On Thursday, March 30, 2023, a reception to celebrate donors who have established a scholarship or award at the College of Charleston took place at the Francis Marion hotel. More than 100 donors had the opportunity to hear from an exceptional student recipient, Adeline Rios ’25. We’d like to share her special story with you all.
Hello everyone! It’s an honor to be here tonight. First, I would like to start with a question, how many of you enjoyed college?
I see a lot of smiles. That’s spectacular because I want to take you all back to school. Whenever I start a new semester, the first days of classes are all about icebreakers. When my turn comes to tell a fun fact about myself, I will often say that I have five younger siblings. But I never explain, as I am about to with you, the magnitude of what I present as a trivial fact.
Such significance is best explained by a memory. I remember a scene from the pantry when I was younger. My two sisters are on my left, and my three brothers are on my right. I was 8 years old; August was 7, Nathanael 6, Thaddaeus 5, Elizabeth 4, and Charlotte 3.
We are looking at food. Lots of food—bakery bread, craft macaroni, captain crunch, collard greens, more than we had ever seen in our life. Yet this pantry wasn’t in our house, we hadn’t walked into the kitchen and opened a door, we had driven 15 minutes to our local food pantry. We would go here every week growing up. Yet, the idea of being poor, of being food insecure, hadn’t yet darkened my horizons.
I knew this place as the Corner Store. Now, that wasn’t its actual name, but my mom always referred to it as such, because she didn’t want all 6 of us telling people we were going to the Bluffton Self-Help.
And here I am telling 100 people.
Now, I am not revealing this for pity—I have never felt my childhood was lacking. It was fantastic. We had over 1000 books in the house, and we were all reading chapter books by the first grade. Our dreams and imaginations were super, splendid, illustrious.
I had no idea about the economic limitations my family faced as a child.
I wasn’t aware of why I was sent home with free school supplies. I didn’t know that most kids weren’t in the backpack buddy system. I thought everyone used SNAP coupons to pay for their groceries.
The point is, I was not conscious of my supporters, the teachers, government workers, coaches, and friends, who did good things for me so that I could go on to do great ones for the world.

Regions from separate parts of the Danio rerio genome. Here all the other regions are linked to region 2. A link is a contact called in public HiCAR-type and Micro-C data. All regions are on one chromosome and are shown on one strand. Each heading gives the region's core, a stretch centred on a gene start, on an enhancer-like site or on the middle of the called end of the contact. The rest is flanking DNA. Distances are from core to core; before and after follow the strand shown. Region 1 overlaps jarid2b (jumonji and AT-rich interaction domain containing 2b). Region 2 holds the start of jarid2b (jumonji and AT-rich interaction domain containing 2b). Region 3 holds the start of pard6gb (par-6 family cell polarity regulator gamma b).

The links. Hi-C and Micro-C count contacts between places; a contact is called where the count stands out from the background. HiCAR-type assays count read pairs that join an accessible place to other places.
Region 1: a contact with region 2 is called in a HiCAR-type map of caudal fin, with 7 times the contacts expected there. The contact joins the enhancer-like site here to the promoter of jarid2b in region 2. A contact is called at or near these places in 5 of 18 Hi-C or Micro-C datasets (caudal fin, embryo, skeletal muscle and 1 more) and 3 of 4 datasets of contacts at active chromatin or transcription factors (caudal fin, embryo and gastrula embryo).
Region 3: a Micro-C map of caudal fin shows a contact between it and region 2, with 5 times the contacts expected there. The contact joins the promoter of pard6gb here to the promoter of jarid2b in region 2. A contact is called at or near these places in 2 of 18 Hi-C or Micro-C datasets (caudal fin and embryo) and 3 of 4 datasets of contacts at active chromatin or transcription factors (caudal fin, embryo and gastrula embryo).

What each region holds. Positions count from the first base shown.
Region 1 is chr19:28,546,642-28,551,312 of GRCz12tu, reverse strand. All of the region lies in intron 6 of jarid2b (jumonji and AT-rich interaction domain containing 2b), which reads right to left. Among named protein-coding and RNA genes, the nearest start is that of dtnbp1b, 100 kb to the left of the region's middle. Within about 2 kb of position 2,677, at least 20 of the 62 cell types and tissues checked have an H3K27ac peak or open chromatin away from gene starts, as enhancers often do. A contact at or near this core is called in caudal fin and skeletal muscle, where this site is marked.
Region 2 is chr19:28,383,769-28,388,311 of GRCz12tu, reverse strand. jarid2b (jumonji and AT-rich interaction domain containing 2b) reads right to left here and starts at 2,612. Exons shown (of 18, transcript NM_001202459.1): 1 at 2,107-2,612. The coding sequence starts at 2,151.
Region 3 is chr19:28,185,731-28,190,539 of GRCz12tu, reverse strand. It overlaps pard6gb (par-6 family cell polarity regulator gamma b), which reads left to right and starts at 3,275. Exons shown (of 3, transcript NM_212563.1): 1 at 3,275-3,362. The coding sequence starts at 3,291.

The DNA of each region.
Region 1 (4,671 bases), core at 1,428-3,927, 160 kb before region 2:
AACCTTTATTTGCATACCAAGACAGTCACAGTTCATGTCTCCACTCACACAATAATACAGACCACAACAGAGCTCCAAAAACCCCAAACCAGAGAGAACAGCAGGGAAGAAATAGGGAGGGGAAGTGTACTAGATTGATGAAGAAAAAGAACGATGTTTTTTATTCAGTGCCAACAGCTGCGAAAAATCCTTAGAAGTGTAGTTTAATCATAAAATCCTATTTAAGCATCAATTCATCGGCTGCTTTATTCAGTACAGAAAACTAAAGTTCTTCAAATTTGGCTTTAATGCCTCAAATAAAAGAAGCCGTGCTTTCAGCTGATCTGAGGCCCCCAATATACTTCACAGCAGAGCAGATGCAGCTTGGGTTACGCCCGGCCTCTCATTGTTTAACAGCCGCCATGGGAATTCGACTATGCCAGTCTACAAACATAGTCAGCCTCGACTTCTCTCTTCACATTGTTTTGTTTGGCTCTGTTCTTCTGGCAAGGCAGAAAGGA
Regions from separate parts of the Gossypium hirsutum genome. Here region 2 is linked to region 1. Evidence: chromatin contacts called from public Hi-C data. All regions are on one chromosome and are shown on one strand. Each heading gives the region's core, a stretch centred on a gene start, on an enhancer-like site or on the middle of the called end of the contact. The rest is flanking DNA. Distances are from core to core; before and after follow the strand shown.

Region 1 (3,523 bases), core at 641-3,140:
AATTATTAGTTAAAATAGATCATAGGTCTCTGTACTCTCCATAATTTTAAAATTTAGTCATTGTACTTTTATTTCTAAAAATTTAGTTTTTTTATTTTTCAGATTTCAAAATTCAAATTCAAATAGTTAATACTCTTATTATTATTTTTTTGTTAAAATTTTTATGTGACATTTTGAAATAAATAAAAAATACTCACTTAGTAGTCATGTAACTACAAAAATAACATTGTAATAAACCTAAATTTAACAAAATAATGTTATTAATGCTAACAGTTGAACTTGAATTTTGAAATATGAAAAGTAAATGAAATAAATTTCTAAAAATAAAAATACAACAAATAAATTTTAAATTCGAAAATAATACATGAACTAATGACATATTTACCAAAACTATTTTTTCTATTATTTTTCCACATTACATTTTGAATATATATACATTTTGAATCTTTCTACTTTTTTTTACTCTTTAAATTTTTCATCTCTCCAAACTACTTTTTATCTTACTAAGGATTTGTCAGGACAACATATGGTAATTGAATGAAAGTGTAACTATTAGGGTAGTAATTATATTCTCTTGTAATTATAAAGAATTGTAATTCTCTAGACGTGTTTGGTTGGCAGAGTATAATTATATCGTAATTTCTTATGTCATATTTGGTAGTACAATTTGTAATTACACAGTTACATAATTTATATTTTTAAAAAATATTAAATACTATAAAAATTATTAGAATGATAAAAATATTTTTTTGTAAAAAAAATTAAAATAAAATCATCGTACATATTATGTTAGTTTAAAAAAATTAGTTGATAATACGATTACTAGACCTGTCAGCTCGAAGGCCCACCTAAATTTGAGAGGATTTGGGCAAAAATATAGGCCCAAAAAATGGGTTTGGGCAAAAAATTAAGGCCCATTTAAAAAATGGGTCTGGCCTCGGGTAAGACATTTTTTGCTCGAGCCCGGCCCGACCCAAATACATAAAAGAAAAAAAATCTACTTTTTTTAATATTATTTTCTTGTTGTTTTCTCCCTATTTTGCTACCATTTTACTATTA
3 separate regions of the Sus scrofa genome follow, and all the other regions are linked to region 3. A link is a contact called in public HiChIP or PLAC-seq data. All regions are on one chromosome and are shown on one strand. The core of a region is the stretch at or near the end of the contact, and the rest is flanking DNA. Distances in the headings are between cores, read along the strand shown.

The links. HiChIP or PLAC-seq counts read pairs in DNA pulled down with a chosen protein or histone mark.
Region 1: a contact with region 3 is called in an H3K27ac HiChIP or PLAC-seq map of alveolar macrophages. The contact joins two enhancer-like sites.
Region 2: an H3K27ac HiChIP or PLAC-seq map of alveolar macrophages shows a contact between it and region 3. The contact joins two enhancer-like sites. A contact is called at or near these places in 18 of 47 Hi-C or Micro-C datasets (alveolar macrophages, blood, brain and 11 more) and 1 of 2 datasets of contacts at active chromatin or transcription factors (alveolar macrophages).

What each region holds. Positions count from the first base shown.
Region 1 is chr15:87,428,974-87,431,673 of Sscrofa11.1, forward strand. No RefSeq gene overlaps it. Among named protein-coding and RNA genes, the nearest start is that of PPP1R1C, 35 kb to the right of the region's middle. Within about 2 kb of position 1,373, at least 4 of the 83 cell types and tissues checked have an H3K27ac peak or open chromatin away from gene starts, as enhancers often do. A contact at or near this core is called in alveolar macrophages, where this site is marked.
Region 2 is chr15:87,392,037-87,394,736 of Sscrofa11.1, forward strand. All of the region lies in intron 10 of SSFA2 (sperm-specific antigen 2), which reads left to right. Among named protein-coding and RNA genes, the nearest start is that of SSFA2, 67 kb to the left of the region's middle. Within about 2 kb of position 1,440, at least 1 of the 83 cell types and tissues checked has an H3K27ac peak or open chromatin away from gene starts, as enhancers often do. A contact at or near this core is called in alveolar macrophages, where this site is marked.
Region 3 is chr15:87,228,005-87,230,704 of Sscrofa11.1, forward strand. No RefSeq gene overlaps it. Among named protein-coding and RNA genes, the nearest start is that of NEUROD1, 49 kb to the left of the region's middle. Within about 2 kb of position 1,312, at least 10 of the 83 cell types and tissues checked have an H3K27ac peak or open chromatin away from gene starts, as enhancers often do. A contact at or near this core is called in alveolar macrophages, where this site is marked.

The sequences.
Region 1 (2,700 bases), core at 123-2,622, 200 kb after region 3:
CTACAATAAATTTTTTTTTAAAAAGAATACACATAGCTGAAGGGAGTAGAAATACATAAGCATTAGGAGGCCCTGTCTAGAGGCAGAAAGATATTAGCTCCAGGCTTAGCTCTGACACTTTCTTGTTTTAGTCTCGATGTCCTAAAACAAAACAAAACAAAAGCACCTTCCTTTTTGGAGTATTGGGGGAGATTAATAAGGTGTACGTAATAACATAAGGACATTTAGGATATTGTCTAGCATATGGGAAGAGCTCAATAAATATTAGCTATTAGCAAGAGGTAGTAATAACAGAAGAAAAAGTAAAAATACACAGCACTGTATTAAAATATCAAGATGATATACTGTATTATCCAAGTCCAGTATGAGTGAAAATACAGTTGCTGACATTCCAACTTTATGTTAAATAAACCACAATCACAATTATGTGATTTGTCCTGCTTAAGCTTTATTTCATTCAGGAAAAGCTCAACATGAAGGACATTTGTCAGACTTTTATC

But today I am, and for this reason, I am so grateful to have the opportunity to say thank you to each of you. Without you, I would not be here today, I would not be able to pursue a degree, let alone three. I receive no familial contribution to help pay for tuition, but I am a recipient of the Boykin, Pinckney, and Foundation scholarships. To my newfound family at CofC–thank you.
And I am working with you. To cover remaining tuition costs, I work as a waitress at the Carolina Yacht Club. Despite taking over 18 credit hour semesters, I maintain a 4.0 GPA, and I give back by volunteering with local refugee resettlement of Congolese, Colombian, and Afghan families. Next year, I plan to study abroad in San Jose, Costa Rica, where I will continue my passion of changing how the US government approaches Latin American foreign policy.
My name is Adeline Ríos. And this is my story. But so many students at the College of Charleston have a similar one. There are many families like ours. Hard-working parents, dedicated to raising model citizens, yet not having enough money to fulfill their children’s dreams of college.
With every dollar you have given, you have laid a brick for us, so that if we work hard enough, we have a path to success. And, thankfully, your brick-laying skills are far superior to those on campus. Although I am tripping everyday walking to class, I am not stumbling on the path you’ve created. There are few obstacles, the picture you have painted of our futures is brilliant.
So let me paint a portrait of you. Beautiful, generous people, thank you for all you have done, and all you will continue to do.
Please continue to enjoy tonight’s reception.